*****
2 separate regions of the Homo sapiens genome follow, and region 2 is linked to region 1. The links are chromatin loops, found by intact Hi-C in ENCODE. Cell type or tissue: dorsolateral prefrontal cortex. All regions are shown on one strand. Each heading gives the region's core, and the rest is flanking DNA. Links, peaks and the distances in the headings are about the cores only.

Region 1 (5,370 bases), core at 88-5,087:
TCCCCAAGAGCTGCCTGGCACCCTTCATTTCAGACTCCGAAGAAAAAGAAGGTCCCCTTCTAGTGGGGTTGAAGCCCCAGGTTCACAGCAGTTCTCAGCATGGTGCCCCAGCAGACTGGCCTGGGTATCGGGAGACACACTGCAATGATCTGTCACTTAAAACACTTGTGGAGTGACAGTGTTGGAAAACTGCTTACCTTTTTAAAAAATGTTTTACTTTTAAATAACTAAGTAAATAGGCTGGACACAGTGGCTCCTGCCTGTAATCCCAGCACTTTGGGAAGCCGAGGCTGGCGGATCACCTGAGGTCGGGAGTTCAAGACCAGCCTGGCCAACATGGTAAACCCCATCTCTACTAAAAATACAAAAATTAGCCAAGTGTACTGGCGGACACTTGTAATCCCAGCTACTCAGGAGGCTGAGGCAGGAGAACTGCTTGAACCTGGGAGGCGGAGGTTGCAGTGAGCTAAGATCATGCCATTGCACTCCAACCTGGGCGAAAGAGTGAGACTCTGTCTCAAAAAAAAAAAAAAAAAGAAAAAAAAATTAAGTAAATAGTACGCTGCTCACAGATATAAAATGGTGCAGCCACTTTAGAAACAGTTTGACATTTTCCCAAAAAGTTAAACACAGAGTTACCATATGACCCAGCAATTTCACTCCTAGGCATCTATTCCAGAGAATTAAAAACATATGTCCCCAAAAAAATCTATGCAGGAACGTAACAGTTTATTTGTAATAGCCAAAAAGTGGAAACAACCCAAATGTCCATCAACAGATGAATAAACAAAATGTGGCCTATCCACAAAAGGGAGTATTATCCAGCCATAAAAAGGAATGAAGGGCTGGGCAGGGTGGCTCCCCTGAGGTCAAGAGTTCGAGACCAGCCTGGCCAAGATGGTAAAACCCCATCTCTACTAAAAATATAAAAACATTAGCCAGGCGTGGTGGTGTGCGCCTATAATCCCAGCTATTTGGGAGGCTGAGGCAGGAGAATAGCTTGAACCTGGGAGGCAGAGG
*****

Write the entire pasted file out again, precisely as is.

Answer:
2 separate regions of the Homo sapiens genome follow, and region 2 is linked to region 1. The links are chromatin loops, found by intact Hi-C in ENCODE. Cell type or tissue: dorsolateral prefrontal cortex. All regions are shown on one strand. Each heading gives the region's core, and the rest is flanking DNA. Links, peaks and the distances in the headings are about the cores only.

Region 1 (5,370 bases), core at 88-5,087:
TCCCCAAGAGCTGCCTGGCACCCTTCATTTCAGACTCCGAAGAAAAAGAAGGTCCCCTTCTAGTGGGGTTGAAGCCCCAGGTTCACAGCAGTTCTCAGCATGGTGCCCCAGCAGACTGGCCTGGGTATCGGGAGACACACTGCAATGATCTGTCACTTAAAACACTTGTGGAGTGACAGTGTTGGAAAACTGCTTACCTTTTTAAAAAATGTTTTACTTTTAAATAACTAAGTAAATAGGCTGGACACAGTGGCTCCTGCCTGTAATCCCAGCACTTTGGGAAGCCGAGGCTGGCGGATCACCTGAGGTCGGGAGTTCAAGACCAGCCTGGCCAACATGGTAAACCCCATCTCTACTAAAAATACAAAAATTAGCCAAGTGTACTGGCGGACACTTGTAATCCCAGCTACTCAGGAGGCTGAGGCAGGAGAACTGCTTGAACCTGGGAGGCGGAGGTTGCAGTGAGCTAAGATCATGCCATTGCACTCCAACCTGGGCGAAAGAGTGAGACTCTGTCTCAAAAAAAAAAAAAAAAAGAAAAAAAAATTAAGTAAATAGTACGCTGCTCACAGATATAAAATGGTGCAGCCACTTTAGAAACAGTTTGACATTTTCCCAAAAAGTTAAACACAGAGTTACCATATGACCCAGCAATTTCACTCCTAGGCATCTATTCCAGAGAATTAAAAACATATGTCCCCAAAAAAATCTATGCAGGAACGTAACAGTTTATTTGTAATAGCCAAAAAGTGGAAACAACCCAAATGTCCATCAACAGATGAATAAACAAAATGTGGCCTATCCACAAAAGGGAGTATTATCCAGCCATAAAAAGGAATGAAGGGCTGGGCAGGGTGGCTCCCCTGAGGTCAAGAGTTCGAGACCAGCCTGGCCAAGATGGTAAAACCCCATCTCTACTAAAAATATAAAAACATTAGCCAGGCGTGGTGGTGTGCGCCTATAATCCCAGCTATTTGGGAGGCTGAGGCAGGAGAATAGCTTGAACCTGGGAGGCAGAGG